Search results for 'constitutive aim' (try it on Scholar)

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  1. Paul Katsafanas (forthcoming). Constitutivism About Practical Reasons. In Daniel Star (ed.), Oxford Handbook of Reasons and Normativity. Oxford.score: 45.0
    This paper introduces constitutivism about practical reason, which is the view that we can justify certain normative claims by showing that agents become committed to these claims simply in virtue of acting. According to this view, action has a certain structural feature – a constitutive aim, principle, or standard – that both constitutes events as actions and generates a standard of assessment for action. We can use this standard of assessment to derive normative claims. In short, the authority of (...)
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  2. Timothy Chan (ed.) (2013). The Aim of Belief. Oxford University Press.score: 45.0
    What is belief? "Beliefs aim at truth" is the commonly accepted starting point for philosophers who want to give an adequate account of this fundamental state of mind, but it raises as many questions as it answers. For example, in what sense can beliefs be said to have an aim of their own? If belief aims at truth, does it mean that reasons to believe must also be based on truth? Must beliefs be formed on the basis of evidence alone? (...)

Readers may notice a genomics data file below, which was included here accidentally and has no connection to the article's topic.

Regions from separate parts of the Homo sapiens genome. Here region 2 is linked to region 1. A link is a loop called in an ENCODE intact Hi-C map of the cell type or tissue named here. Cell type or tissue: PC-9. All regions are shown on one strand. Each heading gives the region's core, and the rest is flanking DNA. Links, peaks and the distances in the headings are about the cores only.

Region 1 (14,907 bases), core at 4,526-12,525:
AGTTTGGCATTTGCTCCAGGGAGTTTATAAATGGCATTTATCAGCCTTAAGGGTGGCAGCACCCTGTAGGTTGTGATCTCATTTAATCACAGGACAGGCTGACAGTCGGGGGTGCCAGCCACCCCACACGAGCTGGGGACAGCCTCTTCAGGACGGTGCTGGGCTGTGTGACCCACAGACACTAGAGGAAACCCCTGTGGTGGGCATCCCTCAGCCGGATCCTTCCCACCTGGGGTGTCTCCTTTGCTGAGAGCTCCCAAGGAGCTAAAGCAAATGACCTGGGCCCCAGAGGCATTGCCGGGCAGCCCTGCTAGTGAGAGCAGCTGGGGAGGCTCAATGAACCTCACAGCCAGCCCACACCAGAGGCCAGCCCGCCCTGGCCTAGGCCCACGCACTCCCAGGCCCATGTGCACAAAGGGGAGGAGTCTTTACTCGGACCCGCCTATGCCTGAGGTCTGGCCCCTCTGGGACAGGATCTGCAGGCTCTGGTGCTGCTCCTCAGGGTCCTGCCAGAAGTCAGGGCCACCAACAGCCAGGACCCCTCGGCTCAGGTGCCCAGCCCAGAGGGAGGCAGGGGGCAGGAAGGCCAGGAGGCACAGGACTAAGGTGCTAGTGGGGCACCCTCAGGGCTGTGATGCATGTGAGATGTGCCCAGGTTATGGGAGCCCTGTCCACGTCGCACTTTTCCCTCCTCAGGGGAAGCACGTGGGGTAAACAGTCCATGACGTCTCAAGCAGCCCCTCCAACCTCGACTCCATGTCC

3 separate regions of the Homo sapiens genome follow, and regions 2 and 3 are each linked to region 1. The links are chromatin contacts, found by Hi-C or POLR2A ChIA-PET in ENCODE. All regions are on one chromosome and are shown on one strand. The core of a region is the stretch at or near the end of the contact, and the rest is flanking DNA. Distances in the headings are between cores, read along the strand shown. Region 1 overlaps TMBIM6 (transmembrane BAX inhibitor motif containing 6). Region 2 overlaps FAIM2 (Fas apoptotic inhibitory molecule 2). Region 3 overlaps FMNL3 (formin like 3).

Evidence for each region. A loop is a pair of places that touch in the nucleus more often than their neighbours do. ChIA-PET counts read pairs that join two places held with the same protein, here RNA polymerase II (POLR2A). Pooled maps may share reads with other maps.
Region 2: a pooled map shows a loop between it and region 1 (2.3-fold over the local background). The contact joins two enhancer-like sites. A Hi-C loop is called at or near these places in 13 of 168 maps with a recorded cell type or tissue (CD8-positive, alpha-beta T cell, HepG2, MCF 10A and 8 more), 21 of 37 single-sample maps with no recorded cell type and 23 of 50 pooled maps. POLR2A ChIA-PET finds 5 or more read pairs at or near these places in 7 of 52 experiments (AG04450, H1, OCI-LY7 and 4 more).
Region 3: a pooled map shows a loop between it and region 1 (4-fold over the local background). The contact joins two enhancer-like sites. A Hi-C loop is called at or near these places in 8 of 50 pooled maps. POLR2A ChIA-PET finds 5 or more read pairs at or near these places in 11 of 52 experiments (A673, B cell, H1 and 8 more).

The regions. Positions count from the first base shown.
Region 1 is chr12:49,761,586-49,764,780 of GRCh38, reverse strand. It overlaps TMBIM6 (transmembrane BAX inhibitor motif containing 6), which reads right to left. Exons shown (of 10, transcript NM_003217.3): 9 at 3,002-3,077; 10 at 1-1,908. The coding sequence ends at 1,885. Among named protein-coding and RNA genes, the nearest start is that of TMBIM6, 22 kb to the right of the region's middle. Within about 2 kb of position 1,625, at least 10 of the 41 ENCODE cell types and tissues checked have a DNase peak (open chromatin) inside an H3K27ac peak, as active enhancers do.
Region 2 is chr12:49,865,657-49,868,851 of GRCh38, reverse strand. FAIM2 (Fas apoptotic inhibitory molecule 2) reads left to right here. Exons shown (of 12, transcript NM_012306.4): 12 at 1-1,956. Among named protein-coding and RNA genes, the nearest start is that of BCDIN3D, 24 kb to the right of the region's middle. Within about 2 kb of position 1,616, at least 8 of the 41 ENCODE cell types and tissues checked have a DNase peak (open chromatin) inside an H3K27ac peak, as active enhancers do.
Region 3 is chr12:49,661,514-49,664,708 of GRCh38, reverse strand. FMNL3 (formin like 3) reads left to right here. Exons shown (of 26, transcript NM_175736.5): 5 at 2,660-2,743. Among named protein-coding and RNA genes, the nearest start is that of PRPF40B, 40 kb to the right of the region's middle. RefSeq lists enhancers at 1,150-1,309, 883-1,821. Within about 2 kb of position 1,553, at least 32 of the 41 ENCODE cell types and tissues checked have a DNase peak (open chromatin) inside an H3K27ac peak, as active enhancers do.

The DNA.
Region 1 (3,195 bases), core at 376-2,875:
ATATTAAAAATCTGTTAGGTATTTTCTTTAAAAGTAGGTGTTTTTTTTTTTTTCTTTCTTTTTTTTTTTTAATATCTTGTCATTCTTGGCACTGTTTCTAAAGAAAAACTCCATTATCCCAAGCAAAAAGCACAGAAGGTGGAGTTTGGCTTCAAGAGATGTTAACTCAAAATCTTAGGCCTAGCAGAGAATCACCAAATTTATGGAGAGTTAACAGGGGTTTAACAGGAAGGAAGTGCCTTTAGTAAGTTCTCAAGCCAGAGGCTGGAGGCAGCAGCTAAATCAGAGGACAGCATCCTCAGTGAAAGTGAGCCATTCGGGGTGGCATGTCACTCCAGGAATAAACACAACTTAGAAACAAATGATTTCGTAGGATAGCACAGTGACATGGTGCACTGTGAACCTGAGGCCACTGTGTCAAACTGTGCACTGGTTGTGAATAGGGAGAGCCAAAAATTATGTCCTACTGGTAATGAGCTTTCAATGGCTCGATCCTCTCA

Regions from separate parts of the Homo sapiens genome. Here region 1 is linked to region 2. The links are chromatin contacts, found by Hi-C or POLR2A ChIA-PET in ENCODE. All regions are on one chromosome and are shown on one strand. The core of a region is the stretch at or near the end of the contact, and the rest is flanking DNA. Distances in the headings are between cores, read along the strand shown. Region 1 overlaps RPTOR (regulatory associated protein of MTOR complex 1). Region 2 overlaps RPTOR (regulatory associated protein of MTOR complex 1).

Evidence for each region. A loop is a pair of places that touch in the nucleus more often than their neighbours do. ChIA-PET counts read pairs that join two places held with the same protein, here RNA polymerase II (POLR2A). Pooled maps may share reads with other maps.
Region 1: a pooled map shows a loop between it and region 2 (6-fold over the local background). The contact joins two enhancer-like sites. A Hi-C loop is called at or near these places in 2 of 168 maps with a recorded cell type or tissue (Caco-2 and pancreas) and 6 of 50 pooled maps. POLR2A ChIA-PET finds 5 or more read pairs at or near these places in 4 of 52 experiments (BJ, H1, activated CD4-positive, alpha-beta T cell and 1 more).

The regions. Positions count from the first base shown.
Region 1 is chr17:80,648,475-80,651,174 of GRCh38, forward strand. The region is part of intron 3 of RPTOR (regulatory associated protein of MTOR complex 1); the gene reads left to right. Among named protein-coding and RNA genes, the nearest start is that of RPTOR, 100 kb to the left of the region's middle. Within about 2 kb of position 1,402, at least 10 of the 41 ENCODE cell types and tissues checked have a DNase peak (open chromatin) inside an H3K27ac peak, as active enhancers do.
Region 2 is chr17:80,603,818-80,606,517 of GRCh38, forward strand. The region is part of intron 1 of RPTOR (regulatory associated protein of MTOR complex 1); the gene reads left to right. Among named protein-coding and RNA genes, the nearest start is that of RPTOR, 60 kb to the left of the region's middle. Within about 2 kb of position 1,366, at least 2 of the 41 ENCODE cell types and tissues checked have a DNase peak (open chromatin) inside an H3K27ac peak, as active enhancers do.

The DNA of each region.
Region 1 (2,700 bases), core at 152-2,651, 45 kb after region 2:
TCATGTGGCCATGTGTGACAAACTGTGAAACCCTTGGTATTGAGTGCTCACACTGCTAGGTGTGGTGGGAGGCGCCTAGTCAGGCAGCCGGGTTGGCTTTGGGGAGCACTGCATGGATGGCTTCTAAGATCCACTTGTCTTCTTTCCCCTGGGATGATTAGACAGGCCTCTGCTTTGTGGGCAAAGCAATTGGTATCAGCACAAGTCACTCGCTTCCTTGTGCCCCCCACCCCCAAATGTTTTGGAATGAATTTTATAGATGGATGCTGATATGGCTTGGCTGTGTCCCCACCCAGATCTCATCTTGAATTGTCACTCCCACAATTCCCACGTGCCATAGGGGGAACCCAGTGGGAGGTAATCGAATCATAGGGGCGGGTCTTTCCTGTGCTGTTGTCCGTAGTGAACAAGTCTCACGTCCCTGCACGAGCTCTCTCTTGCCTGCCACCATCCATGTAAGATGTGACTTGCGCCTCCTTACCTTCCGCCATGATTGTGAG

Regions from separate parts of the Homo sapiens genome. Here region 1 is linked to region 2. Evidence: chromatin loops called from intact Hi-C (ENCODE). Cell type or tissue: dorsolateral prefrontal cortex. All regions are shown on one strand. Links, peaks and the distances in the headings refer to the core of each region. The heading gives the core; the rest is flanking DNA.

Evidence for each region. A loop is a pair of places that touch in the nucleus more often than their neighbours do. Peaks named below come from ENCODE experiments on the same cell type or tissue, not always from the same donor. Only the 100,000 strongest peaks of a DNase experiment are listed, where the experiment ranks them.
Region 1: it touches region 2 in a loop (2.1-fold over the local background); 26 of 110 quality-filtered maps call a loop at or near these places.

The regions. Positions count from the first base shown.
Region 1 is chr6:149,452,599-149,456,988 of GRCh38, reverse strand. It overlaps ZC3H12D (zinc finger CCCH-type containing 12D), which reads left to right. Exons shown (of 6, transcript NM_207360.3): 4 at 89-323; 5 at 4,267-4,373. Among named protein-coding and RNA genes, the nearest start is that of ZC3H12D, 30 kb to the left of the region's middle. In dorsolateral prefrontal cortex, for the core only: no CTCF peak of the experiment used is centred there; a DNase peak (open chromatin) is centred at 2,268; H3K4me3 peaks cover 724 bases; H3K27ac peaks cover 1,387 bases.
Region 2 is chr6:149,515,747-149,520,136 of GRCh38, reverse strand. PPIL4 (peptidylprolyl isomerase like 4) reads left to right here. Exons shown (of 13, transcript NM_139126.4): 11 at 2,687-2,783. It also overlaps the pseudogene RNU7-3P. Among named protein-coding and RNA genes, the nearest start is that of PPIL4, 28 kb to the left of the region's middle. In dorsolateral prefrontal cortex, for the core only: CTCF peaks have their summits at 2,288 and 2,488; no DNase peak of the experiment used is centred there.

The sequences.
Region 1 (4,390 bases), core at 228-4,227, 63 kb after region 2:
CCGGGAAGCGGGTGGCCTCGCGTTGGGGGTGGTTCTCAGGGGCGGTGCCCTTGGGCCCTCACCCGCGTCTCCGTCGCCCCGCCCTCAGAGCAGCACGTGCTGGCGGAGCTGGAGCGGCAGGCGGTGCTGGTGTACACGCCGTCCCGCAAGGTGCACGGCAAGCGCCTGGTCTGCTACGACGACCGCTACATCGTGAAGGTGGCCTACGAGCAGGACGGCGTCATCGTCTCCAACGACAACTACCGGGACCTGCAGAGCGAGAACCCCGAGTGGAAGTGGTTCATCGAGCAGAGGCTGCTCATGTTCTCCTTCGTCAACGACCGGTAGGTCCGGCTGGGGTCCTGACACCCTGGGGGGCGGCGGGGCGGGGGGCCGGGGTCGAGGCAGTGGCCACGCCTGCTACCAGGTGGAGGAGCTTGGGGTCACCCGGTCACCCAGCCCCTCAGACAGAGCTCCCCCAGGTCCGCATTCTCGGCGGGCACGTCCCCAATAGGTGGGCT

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  3. Paul Katsafanas (2011). Deriving Ethics From Action: A Nietzschean Version of Constitutivism. Philosophy and Phenomenological Research 83 (3):620-660.score: 33.0
    This paper has two goals. First, I offer an interpretation of Nietzsche’s puzzling claims about will to power. I argue that the will to power thesis is a version of constitutivism. Constitutivism is the view that we can derive substantive normative conclusions from an account of the nature of agency; in particular, constitutivism rests on the idea that all actions are motivated by a common, higher-order aim, whose presence generates a standard of assessment for actions. Nietzsche’s version of constitutivism is (...)
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  4. Timothy Chan (2013). Introduction: Aiming at Truth. In , The Aim of Belief. Oxford University Press. 1-16.score: 33.0
    In this introductory chapter to the volume The Aim of Belief, the editor surveys the fundamental questions in current debates surrounding the aim of belief, and identifies the major theoretical approaches. The main arguments of the ten contributions to the volume are outlined and located in the context of the existing literature.
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  5. Matthew Chrisman (2010). The Aim of Belief and the Goal of Truth. In James O.’Shea Eric Rubenstein (ed.), elf, Language, and World: Problems from Kant, Sellars, and Rosenberg. Ridgeview Publishing Co..score: 24.0